For a team coached by Antonio Conte and boasting of some of the finest defenders in the country, Chelsea concede a lot of chances and could have suffered for their lackadaisical attitude at the back, had Martin Atkinson not called a soft foul on Willy Caballero after Chelsea’s backup goalie had spilled the ball into his own net. Chelsea were also fortunate that Southampton’s calls for a late penalty were denied.
Shane Long and Charlie Austin often found themselves in space to inflict damage on Caballero’s goal, but Southampton simply have been a disjointed side for much of the season – they struggled to seize moments of opportunity which could have changed the course of the match.
Mark Hughes set an unenviable record
Mark Hughes became only the second manager in the history of the FA Cup to get knocked out of the world’s oldest club competition on two separate occasions (with Stoke City and Southampton) in the same season.
That the Saints are likely to get relegated, as they toil four points below the safety net for survival, is all but given, but Hughes made it hard on himself and his players by choosing to fight on both fronts – escaping relegation as well as qualifying for the FA Cup finals. The season, however, is likely to end in disappointment for the Hampshire-based club.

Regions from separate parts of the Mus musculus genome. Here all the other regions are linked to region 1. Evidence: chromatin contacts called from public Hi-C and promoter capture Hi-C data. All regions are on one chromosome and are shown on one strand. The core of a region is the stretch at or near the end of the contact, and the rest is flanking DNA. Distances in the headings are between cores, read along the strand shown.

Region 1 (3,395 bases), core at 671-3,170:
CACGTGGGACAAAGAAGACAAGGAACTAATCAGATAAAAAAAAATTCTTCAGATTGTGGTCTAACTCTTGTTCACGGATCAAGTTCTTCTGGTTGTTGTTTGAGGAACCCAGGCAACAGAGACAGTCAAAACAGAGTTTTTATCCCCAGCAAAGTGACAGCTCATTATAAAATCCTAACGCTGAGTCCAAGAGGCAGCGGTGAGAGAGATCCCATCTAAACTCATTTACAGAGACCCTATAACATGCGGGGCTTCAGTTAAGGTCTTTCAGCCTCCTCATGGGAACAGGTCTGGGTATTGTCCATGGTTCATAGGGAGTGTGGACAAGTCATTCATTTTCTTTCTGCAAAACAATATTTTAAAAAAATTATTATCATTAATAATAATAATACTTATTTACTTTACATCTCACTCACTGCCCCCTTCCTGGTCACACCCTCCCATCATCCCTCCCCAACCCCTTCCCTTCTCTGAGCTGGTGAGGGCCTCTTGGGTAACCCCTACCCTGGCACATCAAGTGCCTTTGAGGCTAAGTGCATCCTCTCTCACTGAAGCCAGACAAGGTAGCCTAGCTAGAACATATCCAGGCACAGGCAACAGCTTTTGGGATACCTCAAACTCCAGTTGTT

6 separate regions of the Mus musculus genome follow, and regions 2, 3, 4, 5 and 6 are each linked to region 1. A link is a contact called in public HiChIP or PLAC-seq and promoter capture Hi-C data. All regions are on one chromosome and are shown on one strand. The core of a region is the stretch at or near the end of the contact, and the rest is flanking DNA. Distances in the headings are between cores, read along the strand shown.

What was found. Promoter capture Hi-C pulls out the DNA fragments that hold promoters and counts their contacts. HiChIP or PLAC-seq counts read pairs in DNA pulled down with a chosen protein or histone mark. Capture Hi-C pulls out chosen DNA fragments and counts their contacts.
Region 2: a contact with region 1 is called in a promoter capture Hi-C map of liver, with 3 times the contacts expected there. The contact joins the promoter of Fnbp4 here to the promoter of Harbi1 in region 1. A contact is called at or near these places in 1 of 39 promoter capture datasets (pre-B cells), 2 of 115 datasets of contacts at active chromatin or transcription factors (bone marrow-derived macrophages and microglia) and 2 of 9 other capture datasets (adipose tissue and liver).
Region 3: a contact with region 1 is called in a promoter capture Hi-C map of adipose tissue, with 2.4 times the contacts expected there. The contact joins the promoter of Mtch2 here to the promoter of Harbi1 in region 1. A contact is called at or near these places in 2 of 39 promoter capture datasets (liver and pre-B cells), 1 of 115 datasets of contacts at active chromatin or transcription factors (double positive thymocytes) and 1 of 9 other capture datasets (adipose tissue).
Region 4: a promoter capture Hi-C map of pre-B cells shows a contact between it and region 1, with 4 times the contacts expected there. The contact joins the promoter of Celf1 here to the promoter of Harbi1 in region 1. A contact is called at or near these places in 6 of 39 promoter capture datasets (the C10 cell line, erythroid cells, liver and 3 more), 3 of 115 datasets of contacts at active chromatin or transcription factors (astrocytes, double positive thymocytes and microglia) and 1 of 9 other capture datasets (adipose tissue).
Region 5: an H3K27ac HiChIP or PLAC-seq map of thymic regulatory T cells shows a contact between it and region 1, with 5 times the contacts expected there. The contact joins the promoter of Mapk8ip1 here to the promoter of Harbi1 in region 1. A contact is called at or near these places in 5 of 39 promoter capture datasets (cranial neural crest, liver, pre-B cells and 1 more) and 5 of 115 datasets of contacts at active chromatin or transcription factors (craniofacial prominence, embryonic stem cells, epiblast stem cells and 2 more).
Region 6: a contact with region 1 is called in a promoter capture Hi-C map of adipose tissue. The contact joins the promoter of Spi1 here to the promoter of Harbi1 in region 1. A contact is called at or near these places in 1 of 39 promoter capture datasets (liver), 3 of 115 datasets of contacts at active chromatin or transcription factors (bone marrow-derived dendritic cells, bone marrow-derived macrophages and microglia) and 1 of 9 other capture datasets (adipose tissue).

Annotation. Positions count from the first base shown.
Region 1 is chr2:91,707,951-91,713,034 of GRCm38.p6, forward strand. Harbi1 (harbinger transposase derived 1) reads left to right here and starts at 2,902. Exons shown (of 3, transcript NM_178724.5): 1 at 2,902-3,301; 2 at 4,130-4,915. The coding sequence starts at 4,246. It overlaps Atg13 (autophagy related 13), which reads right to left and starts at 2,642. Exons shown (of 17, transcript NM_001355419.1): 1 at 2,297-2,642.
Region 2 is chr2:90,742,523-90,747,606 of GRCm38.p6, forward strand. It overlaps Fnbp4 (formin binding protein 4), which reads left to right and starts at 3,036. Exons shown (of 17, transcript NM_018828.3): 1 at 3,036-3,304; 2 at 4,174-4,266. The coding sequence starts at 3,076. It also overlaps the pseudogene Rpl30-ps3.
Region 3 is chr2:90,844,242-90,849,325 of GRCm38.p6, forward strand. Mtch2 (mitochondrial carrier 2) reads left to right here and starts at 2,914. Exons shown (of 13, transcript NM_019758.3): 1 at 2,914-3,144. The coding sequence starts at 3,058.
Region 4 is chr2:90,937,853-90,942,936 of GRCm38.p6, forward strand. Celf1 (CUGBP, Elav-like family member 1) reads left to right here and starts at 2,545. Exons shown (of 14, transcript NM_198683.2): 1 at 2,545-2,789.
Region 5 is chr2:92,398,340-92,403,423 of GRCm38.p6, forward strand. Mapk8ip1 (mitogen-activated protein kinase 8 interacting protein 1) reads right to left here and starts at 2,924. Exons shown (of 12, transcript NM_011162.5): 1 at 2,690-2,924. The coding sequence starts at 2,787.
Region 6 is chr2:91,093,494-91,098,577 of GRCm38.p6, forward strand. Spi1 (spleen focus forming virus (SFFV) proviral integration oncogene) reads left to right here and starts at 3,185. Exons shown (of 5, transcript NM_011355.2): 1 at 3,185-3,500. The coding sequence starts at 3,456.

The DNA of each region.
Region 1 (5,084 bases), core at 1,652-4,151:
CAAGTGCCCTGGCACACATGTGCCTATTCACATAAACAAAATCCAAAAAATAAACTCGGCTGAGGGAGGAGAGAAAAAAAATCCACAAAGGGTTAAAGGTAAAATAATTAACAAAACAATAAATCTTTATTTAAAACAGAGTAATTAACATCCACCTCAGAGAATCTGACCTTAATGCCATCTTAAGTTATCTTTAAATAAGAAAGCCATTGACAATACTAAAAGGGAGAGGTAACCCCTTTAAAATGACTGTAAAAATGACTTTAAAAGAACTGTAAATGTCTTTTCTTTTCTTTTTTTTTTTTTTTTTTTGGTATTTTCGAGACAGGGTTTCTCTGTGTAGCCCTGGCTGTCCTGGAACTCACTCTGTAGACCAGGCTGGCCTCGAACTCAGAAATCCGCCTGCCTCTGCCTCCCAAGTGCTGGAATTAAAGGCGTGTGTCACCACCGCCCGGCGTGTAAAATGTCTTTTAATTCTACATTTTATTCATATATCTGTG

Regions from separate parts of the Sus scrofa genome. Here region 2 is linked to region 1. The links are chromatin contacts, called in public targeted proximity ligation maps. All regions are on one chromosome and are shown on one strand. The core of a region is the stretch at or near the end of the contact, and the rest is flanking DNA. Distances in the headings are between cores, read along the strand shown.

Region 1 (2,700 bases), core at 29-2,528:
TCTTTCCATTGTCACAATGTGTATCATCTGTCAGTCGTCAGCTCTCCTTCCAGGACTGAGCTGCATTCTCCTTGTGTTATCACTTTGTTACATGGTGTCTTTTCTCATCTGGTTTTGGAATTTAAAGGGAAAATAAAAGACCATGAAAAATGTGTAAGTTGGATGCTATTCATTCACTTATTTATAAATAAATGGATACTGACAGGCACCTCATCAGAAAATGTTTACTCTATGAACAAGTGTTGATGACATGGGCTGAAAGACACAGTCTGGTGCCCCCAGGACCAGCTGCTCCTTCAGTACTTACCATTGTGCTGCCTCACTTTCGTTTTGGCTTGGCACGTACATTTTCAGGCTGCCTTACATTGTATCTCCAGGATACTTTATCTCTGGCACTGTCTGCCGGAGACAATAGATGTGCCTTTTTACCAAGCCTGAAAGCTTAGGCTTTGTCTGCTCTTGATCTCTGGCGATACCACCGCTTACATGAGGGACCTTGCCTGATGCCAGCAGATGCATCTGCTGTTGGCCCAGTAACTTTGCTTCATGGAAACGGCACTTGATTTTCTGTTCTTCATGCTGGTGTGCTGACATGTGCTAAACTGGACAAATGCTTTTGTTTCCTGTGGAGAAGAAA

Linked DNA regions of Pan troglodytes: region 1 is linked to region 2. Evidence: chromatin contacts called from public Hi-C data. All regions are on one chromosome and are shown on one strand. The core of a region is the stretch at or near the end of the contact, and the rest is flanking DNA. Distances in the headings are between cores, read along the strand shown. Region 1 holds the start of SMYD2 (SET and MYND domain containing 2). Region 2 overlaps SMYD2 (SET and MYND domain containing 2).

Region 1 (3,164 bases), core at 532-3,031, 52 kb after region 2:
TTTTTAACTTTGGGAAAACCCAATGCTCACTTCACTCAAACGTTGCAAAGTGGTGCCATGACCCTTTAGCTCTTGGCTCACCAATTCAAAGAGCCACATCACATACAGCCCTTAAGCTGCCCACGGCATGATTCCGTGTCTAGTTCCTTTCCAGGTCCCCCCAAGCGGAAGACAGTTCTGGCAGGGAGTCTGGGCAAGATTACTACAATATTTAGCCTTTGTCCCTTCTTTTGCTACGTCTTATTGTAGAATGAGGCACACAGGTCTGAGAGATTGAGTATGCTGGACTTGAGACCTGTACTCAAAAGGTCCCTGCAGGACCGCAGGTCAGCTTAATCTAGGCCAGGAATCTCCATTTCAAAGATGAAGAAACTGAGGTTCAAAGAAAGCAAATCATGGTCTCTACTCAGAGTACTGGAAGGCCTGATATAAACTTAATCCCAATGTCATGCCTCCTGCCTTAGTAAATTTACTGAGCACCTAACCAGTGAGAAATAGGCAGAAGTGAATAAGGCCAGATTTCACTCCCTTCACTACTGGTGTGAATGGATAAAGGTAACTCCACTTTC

Mourinho vs Conte – the final chapter
“In this type of game, the most important thing is to reach your target. To reach another final is very important for the players, important for the club, and especially it is important for the fans. I’m delighted for them,” Antonio Conte proclaimed after reaching his second consecutive FA Cup final.
His time at Chelsea might be waning down, but there is no denying the fact that the Italian singlehandedly devised Chelsea’s Premiership win last season, his battles with Mourinho adding fuel to the fire of rivalry between Manchester United and Chelsea, and affecting the already strained relationship between the Portuguese manager and Chelsea fans.
With Conte’s imminent departure in summer, the FA Cup final has procured some added significance as the probable final showdown between two of the world’s finest tacticians leading some of the finest footballers in the business into a crusade for glory and esteem.
Updated Date: Apr 23, 2018 10:04 AM